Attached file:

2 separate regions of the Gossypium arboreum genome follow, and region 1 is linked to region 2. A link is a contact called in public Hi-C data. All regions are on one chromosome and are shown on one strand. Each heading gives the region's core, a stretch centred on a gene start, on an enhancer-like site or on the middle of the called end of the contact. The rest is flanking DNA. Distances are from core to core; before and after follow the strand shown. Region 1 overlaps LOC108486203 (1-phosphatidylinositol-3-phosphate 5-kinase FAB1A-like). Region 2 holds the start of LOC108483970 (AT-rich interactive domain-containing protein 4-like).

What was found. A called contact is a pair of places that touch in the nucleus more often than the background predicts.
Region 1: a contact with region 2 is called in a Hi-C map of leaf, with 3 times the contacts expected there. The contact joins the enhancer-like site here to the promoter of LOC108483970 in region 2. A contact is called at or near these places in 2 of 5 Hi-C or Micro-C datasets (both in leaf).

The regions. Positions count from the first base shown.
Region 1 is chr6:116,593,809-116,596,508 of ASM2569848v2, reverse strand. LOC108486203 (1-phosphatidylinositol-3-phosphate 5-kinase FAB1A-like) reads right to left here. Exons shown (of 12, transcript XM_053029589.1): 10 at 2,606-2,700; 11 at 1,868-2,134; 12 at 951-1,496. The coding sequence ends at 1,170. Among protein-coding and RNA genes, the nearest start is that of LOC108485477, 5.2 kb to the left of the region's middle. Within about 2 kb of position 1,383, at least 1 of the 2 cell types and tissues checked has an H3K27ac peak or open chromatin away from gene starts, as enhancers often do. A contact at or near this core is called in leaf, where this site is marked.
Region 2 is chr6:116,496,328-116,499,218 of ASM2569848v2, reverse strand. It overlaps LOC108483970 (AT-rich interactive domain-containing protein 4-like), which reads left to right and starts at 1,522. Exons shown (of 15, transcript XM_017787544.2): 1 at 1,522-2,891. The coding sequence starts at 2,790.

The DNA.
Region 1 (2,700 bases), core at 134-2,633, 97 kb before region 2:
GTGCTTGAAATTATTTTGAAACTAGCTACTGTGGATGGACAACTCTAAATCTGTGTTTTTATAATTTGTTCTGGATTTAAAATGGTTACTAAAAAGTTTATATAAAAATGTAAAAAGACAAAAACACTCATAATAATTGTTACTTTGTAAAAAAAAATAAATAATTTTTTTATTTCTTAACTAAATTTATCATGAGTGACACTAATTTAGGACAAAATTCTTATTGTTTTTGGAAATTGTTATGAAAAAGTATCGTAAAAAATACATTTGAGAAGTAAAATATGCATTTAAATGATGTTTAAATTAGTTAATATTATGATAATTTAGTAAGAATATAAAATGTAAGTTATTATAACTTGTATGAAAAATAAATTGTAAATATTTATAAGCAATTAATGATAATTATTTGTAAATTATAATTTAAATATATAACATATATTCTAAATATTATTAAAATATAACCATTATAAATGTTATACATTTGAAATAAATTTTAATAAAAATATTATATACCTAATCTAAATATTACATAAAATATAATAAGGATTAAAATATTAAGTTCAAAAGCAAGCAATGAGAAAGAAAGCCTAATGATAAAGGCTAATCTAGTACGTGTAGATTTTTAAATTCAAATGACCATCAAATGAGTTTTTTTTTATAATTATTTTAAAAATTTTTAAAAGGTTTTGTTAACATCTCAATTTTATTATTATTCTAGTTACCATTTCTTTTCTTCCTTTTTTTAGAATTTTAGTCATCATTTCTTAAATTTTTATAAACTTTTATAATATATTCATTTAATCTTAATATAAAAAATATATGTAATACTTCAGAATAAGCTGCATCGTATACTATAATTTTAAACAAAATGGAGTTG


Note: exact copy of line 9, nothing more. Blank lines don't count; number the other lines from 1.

GTGCTTGAAATTATTTTGAAACTAGCTACTGTGGATGGACAACTCTAAATCTGTGTTTTTATAATTTGTTCTGGATTTAAAATGGTTACTAAAAAGTTTATATAAAAATGTAAAAAGACAAAAACACTCATAATAATTGTTACTTTGTAAAAAAAAATAAATAATTTTTTTATTTCTTAACTAAATTTATCATGAGTGACACTAATTTAGGACAAAATTCTTATTGTTTTTGGAAATTGTTATGAAAAAGTATCGTAAAAAATACATTTGAGAAGTAAAATATGCATTTAAATGATGTTTAAATTAGTTAATATTATGATAATTTAGTAAGAATATAAAATGTAAGTTATTATAACTTGTATGAAAAATAAATTGTAAATATTTATAAGCAATTAATGATAATTATTTGTAAATTATAATTTAAATATATAACATATATTCTAAATATTATTAAAATATAACCATTATAAATGTTATACATTTGAAATAAATTTTAATAAAAATATTATATACCTAATCTAAATATTACATAAAATATAATAAGGATTAAAATATTAAGTTCAAAAGCAAGCAATGAGAAAGAAAGCCTAATGATAAAGGCTAATCTAGTACGTGTAGATTTTTAAATTCAAATGACCATCAAATGAGTTTTTTTTTATAATTATTTTAAAAATTTTTAAAAGGTTTTGTTAACATCTCAATTTTATTATTATTCTAGTTACCATTTCTTTTCTTCCTTTTTTTAGAATTTTAGTCATCATTTCTTAAATTTTTATAAACTTTTATAATATATTCATTTAATCTTAATATAAAAAATATATGTAATACTTCAGAATAAGCTGCATCGTATACTATAATTTTAAACAAAATGGAGTTG